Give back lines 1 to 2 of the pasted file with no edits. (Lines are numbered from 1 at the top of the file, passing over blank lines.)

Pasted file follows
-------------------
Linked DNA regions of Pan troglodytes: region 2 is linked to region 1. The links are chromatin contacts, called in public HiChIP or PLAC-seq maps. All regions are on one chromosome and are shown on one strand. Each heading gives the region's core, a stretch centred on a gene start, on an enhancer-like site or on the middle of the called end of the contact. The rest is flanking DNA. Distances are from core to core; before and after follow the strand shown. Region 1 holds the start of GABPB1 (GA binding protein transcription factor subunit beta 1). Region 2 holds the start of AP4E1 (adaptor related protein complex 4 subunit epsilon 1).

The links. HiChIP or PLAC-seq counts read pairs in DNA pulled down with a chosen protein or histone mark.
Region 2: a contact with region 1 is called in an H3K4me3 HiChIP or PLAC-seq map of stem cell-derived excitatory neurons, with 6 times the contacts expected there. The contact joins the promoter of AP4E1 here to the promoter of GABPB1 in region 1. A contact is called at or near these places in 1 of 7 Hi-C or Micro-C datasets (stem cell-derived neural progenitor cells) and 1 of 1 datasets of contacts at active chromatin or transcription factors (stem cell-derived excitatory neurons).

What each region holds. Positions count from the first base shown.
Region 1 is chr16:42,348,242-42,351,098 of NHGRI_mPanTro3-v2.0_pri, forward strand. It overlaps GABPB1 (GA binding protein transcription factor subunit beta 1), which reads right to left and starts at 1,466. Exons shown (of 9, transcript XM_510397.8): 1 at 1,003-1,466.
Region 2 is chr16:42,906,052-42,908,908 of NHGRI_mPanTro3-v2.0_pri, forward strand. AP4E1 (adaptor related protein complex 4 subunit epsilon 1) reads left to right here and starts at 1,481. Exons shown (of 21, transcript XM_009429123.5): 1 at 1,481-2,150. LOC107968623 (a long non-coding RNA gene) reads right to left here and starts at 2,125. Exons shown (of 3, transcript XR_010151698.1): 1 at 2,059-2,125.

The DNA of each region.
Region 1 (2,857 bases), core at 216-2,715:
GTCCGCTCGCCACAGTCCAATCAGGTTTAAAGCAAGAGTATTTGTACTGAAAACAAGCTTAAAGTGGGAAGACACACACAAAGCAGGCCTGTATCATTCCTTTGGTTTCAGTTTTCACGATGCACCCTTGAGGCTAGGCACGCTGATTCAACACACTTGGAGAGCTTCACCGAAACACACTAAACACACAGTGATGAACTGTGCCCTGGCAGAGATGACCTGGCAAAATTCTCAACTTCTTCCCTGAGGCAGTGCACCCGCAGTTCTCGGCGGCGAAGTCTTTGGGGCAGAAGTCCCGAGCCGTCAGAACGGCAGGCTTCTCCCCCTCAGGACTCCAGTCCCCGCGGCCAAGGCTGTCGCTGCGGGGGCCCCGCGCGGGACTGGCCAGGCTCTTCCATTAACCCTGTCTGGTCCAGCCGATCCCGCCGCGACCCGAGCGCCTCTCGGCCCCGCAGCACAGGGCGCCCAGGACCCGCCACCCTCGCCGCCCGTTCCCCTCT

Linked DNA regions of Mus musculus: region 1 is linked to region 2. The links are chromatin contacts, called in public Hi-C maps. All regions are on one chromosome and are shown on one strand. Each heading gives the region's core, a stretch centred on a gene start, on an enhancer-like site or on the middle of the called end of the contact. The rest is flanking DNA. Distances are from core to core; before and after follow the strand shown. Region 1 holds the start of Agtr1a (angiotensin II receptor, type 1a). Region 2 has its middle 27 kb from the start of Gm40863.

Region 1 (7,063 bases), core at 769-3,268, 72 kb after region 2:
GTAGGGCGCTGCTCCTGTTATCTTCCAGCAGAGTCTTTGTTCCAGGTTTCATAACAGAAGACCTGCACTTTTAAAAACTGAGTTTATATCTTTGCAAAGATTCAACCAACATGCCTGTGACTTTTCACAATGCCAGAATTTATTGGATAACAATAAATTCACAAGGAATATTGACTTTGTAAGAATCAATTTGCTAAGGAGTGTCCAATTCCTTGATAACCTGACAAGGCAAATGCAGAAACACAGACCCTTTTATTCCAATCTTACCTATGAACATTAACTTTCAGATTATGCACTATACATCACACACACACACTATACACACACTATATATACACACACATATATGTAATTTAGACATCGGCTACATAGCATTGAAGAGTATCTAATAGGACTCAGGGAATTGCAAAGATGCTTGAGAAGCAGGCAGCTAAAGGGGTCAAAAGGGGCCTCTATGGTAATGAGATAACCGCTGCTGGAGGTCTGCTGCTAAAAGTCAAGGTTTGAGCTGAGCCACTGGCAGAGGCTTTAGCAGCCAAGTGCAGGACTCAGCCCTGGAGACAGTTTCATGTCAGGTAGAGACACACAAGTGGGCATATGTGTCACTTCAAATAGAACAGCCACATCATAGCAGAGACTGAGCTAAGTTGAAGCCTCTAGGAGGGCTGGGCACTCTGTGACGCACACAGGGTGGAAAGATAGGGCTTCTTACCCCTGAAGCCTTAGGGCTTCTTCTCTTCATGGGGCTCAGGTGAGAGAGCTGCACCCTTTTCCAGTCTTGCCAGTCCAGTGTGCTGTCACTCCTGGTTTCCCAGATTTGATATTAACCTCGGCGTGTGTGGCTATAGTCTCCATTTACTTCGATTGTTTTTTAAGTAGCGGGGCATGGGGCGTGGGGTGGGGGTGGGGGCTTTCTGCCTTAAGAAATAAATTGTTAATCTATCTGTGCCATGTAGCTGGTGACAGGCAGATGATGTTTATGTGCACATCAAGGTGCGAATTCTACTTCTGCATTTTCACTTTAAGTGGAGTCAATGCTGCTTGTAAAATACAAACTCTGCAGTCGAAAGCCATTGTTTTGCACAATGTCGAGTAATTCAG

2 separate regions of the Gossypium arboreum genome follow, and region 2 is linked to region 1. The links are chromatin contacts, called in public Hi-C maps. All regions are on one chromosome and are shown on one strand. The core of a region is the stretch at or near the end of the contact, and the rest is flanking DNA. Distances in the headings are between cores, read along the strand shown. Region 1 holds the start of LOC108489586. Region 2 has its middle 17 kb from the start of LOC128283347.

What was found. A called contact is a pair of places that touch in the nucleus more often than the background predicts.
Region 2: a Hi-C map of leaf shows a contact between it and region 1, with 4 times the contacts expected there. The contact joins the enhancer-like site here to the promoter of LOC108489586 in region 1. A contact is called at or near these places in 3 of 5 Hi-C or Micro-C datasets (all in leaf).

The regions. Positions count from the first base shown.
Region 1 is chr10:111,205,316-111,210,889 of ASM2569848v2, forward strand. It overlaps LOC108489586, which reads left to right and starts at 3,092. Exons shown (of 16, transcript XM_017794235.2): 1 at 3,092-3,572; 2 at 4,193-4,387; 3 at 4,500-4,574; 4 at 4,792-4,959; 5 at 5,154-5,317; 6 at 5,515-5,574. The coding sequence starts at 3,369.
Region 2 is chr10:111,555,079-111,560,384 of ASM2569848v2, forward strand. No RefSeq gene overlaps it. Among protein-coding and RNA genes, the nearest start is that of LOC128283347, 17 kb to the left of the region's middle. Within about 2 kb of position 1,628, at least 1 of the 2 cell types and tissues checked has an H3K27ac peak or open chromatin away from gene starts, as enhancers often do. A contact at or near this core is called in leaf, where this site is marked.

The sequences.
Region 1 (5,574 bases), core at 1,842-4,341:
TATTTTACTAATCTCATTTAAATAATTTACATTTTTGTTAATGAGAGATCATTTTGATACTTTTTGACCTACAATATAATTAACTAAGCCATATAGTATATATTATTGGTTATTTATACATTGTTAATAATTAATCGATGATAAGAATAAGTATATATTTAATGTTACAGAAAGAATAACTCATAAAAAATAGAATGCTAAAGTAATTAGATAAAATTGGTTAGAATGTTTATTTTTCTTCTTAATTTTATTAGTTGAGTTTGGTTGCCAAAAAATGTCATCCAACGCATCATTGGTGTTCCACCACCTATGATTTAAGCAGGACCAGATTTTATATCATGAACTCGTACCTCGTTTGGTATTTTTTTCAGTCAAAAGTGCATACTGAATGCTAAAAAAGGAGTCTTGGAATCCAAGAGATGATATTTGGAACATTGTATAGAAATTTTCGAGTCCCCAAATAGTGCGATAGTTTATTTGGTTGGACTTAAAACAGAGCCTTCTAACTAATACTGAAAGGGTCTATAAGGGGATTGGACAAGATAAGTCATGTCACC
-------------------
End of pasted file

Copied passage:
Linked DNA regions of Pan troglodytes: region 2 is linked to region 1. The links are chromatin contacts, called in public HiChIP or PLAC-seq maps. All regions are on one chromosome and are shown on one strand. Each heading gives the region's core, a stretch centred on a gene start, on an enhancer-like site or on the middle of the called end of the contact. The rest is flanking DNA. Distances are from core to core; before and after follow the strand shown. Region 1 holds the start of GABPB1 (GA binding protein transcription factor subunit beta 1). Region 2 holds the start of AP4E1 (adaptor related protein complex 4 subunit epsilon 1).

The links. HiChIP or PLAC-seq counts read pairs in DNA pulled down with a chosen protein or histone mark.